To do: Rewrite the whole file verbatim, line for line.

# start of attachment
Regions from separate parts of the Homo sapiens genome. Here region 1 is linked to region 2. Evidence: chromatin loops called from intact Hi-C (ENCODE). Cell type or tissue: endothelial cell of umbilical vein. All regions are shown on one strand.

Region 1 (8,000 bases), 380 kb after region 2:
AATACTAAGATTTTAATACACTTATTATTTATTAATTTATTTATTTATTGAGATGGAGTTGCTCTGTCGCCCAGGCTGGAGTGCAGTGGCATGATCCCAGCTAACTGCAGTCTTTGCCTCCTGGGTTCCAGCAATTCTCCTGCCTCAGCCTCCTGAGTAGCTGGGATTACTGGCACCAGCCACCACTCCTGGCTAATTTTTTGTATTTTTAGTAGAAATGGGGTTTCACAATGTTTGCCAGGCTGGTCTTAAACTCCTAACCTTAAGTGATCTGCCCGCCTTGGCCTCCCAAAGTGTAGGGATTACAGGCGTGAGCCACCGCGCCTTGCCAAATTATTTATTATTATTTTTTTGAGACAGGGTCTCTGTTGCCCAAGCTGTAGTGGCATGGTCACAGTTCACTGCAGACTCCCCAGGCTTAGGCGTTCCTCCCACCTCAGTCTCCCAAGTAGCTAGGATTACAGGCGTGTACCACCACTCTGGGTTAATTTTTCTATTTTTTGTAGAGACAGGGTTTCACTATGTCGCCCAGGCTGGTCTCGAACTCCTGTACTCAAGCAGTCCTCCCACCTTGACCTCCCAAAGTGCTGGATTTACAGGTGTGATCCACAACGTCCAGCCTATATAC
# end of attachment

Regions from separate parts of the Homo sapiens genome. Here region 1 is linked to region 2. Evidence: chromatin loops called from intact Hi-C (ENCODE). Cell type or tissue: endothelial cell of umbilical vein. All regions are shown on one strand.

Region 1 (8,000 bases), 380 kb after region 2:
AATACTAAGATTTTAATACACTTATTATTTATTAATTTATTTATTTATTGAGATGGAGTTGCTCTGTCGCCCAGGCTGGAGTGCAGTGGCATGATCCCAGCTAACTGCAGTCTTTGCCTCCTGGGTTCCAGCAATTCTCCTGCCTCAGCCTCCTGAGTAGCTGGGATTACTGGCACCAGCCACCACTCCTGGCTAATTTTTTGTATTTTTAGTAGAAATGGGGTTTCACAATGTTTGCCAGGCTGGTCTTAAACTCCTAACCTTAAGTGATCTGCCCGCCTTGGCCTCCCAAAGTGTAGGGATTACAGGCGTGAGCCACCGCGCCTTGCCAAATTATTTATTATTATTTTTTTGAGACAGGGTCTCTGTTGCCCAAGCTGTAGTGGCATGGTCACAGTTCACTGCAGACTCCCCAGGCTTAGGCGTTCCTCCCACCTCAGTCTCCCAAGTAGCTAGGATTACAGGCGTGTACCACCACTCTGGGTTAATTTTTCTATTTTTTGTAGAGACAGGGTTTCACTATGTCGCCCAGGCTGGTCTCGAACTCCTGTACTCAAGCAGTCCTCCCACCTTGACCTCCCAAAGTGCTGGATTTACAGGTGTGATCCACAACGTCCAGCCTATATAC